A study by the U. S. Forest Service has found that certain kinds of trees can reduce crime in an urban neighborhood. Certain kinds of trees. It’s really interesting. I had heard this on NPR last week, but didn’t write down the reference and couldn’t find it on the npr.org site. Then I tried to google it and only came up with sites that said trees and bushes around a house attracted thieves. Then I gave up.
But a commenter mentioned it here on Sunday and then the article appeared in my Yahoo mailbox yesterday. The study looked at crime statistics in Portland from 2005–2007, focusing on types of crime, locations, and a number of other factors, including number and size of trees. It found that large trees were associated with a reduction in crime, while numerous small trees were associated with an increase. So, in addition to benefits from storm water reduction, energy conservation, cleaner air and increased property values, trees can cut down on crime—if they’re big enough. Watch for a similar study coming to a city near you.
The speculation is that large mature trees make a neighborhood look well-cared for and, because of their higher canopy, do not hide criminal behavior as well as a shorter tree would.
Maybe. I think well-cared-for properties in general impede certain types of petty crime, but I also think that any property has break-in potential in a city. Or in a lot of suburbs for that matter. You have to be smart and follow a few precautionary strategies. If there have been break-ins in your neighborhood, then get a security system, use house-sitters, and be smart about your lights. You should have trees anyway. I am also not sure that it would inspire homeowners to plant trees because they would not see the big tree benefit for decades. But if it does cause them to plant trees, then all well and good.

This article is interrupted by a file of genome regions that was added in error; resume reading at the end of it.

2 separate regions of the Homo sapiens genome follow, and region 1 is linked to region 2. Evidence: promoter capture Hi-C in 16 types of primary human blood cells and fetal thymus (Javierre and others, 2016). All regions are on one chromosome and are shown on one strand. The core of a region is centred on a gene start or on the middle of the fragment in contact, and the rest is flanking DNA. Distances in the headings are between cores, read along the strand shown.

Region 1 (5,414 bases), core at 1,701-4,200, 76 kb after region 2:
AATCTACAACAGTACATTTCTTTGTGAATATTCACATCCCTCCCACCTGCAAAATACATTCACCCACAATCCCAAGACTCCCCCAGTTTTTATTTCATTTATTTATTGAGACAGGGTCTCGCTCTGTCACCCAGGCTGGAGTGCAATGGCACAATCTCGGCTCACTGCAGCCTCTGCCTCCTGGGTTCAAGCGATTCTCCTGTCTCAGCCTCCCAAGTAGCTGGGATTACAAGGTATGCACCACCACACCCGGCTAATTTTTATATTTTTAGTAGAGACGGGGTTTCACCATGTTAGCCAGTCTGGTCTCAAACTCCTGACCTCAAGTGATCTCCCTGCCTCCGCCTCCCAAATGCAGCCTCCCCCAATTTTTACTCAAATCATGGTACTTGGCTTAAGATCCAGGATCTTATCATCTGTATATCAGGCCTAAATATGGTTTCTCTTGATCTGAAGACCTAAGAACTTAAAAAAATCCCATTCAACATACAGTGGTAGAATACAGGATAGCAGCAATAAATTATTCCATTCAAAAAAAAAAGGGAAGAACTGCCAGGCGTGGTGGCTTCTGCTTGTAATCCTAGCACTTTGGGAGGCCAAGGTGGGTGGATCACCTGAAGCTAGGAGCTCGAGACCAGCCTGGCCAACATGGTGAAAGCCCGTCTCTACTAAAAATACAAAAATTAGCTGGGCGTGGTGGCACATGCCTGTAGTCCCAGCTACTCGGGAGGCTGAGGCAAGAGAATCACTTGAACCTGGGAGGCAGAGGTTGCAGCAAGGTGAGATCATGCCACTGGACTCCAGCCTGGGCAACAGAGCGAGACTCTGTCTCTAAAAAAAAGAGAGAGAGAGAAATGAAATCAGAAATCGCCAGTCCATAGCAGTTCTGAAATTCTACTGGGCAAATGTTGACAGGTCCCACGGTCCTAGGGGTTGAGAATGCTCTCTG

Speaking of trees, there is also an interesting discussion going on on the Garden Writers’ Listserv about using fruit trees as street trees. Apparently, Chico, CA uses citrus and Boston has fruit trees along a major artery. The fruit is welcome in both cases. We don’t do it here. I think it would work better in public community gardening spaces.Posted by Elizabeth Licata on November 9, 2010 at 4:40 am, in the category Designs, Tricks, and Schemes.